The Big Sunflower Project is only possible because of the kindness of the organisations who support our work with donations, discounts and funding. Sunflower seeds for The Big Sunflower Project 2018 have been provided by the following organisations.

In addition the project received funding from:

The aim of The Big Sunflower Project

The aim of The Big Sunflower Project is to raise awareness of the rare neuromuscular conditions known as centronuclear and myotubular myopathy. The project raises awareness by sending seeds to people who have never heard of the conditions and requesting photos and stories in return, which are posted online, again raising awareness of the conditions.

Project map

309 places have now been plotted on the project map which can be seen below – click a sunflower to learn who is growing sunflowers in that location. The project wholeheartedly welcomes participation from anyone who wants to raise awareness of centronuclear and myotubular myopathy by growing a sunflower and people who buy their own seeds are welcome to join in – if you would like to do this, please get in touch advising where you will be growing your sunflowers, so you can be included on the project map too.

Photos

So far this year 146 photos have been received from 46 participants. Photos submitted to the project are shared in the Information Point newsletter and on the project social media pages which raises awareness of centronuclear and myotubular myopathy.

Don’t forget when sharing your photos to advise where the sunflowers are being grown and when sharing the photos on social media use #TheBigSunflowerProject.

Local Charities Day

Sometimes the photos are used in applications for grants and funding such as that described above or where an opportunity arises to raise awareness of the project, such as on Local Charities Day, an initiative of the Department of Digital, Media, Culture and Sport, which helped raise the profile of the project at a national level.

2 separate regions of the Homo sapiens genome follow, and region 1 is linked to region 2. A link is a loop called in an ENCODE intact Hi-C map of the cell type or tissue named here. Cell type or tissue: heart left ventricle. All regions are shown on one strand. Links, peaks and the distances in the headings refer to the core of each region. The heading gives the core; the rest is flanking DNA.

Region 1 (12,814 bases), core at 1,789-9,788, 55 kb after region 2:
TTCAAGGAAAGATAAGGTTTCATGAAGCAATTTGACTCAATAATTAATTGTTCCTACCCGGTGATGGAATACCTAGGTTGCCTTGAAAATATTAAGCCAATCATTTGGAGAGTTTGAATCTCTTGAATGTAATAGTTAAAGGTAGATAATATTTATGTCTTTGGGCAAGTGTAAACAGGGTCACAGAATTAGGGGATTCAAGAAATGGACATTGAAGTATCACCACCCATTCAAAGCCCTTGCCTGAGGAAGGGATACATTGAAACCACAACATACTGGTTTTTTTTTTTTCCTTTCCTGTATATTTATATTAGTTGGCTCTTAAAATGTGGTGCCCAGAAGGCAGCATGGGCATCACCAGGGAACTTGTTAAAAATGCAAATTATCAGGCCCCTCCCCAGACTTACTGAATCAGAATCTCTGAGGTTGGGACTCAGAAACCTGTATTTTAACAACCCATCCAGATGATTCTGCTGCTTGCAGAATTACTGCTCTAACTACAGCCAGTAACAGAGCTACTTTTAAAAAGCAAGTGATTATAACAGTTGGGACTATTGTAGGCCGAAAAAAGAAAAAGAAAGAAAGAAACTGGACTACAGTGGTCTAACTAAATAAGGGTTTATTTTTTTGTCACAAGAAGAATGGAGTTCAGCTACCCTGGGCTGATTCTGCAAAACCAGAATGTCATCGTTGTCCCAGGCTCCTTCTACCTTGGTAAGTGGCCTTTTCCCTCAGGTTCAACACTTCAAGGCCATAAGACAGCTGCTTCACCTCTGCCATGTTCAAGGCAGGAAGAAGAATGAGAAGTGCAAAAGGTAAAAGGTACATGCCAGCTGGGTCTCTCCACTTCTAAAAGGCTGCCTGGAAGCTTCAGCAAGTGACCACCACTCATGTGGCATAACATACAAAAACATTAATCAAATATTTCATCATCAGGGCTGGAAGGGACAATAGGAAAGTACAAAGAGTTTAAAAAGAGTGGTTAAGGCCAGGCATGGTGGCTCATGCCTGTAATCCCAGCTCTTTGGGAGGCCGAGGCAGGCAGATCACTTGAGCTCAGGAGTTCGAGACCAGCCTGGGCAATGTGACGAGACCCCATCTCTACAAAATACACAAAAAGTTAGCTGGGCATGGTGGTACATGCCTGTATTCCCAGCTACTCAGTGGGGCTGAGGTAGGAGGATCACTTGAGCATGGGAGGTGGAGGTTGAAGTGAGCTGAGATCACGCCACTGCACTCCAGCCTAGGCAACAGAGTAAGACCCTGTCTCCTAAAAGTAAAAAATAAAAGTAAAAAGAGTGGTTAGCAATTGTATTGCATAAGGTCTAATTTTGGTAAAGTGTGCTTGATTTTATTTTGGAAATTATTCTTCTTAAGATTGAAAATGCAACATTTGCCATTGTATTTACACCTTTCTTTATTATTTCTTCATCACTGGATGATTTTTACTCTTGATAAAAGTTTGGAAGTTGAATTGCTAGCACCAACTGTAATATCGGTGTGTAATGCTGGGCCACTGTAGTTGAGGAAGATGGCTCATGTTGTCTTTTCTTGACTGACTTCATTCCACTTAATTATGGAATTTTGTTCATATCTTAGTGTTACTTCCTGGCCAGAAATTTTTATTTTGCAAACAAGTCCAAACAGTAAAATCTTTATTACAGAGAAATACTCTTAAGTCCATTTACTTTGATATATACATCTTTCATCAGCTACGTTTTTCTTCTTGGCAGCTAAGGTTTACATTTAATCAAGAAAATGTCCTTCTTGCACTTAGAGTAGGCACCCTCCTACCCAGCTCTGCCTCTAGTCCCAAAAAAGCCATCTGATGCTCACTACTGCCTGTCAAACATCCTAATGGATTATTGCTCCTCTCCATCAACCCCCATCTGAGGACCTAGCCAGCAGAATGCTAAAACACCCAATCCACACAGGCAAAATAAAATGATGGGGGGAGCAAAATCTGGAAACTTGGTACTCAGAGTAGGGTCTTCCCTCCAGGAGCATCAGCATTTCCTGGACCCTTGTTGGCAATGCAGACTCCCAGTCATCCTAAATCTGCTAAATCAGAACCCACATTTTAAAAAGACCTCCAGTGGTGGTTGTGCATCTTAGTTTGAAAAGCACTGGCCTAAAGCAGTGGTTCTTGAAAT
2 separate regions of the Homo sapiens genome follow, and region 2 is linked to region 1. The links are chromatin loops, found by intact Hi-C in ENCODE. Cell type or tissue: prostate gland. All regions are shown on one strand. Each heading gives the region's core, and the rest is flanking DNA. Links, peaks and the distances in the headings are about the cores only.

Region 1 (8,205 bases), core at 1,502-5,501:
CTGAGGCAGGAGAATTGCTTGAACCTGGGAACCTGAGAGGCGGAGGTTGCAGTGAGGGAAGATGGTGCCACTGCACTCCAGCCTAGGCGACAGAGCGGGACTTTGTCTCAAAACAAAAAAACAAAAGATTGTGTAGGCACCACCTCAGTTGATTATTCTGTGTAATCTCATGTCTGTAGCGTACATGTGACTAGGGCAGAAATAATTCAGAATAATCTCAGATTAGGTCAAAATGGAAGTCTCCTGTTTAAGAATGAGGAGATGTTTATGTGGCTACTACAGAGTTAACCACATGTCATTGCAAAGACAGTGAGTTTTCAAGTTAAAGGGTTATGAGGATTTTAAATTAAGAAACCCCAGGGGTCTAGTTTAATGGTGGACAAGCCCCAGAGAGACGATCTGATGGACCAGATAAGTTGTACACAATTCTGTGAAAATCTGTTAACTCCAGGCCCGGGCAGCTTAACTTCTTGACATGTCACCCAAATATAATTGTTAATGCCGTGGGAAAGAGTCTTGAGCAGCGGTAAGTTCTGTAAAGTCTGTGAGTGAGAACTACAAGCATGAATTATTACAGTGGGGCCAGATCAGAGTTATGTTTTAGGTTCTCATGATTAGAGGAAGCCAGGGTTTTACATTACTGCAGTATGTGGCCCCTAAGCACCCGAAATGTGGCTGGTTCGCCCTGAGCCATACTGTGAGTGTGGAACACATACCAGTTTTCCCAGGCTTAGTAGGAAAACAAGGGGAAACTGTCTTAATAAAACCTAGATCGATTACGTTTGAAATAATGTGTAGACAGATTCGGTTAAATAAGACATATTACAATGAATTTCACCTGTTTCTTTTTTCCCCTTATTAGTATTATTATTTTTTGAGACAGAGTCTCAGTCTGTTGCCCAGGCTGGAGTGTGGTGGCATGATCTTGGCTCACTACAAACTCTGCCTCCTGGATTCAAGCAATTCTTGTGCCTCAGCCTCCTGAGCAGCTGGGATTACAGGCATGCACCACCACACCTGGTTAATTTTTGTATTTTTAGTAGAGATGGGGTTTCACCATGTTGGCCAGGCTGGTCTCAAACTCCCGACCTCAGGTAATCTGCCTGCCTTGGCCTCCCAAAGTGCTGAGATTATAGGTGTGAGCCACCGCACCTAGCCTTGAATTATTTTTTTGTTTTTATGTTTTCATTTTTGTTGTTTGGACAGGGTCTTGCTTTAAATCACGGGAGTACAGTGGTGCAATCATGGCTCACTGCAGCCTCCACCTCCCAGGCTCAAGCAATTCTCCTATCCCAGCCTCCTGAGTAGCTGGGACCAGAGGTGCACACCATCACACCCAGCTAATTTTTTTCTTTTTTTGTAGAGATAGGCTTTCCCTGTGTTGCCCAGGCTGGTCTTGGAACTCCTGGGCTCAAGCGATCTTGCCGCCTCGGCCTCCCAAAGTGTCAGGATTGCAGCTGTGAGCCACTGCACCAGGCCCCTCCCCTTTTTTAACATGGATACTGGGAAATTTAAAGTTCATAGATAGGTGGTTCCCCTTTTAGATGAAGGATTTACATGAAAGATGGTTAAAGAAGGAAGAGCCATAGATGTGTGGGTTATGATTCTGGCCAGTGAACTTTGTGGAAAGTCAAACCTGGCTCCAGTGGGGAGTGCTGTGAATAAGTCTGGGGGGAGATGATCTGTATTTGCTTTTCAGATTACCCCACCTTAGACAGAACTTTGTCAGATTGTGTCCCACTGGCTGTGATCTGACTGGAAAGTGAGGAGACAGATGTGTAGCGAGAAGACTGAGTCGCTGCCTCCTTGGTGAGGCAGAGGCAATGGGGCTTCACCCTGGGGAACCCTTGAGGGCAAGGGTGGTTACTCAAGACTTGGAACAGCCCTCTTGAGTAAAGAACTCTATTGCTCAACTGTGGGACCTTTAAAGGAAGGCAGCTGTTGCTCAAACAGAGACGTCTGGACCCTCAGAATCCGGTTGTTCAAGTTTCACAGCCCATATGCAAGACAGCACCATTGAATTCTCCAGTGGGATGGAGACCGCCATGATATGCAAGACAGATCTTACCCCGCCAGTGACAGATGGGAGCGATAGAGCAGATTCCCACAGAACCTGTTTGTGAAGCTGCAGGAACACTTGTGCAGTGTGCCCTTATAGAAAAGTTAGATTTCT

Stories

The project website now has a large collection of stories from past participants – if you would like to share your story too, please get in touch.

Resources

The resources area of the project website was updated earlier this year. If you are using your sunflower seeds for educational purposes, fundraising events or would like to raise awareness of centronuclear and myotubular myopathy at the place where you are growing your sunflowers, you can download flyers from this area of the website. You will also find resources for teaching children and to start conversations about equality and diversity.

Watering sunflowers in Chester.

Make a donation

There is no charge for project seeds or the cost of postage, the project does however, welcome donations to ensure the future of the project and to enable seeds to be sent to as many people as possible each year. If you have donated for your seeds, thank you – if you like to donate you can learn more about how to do this below.

Growing sunflowers at Tinsley Meadows Primary Academy.

Further information

Further information about the project can be found on The Big Sunflower Project website and on social media.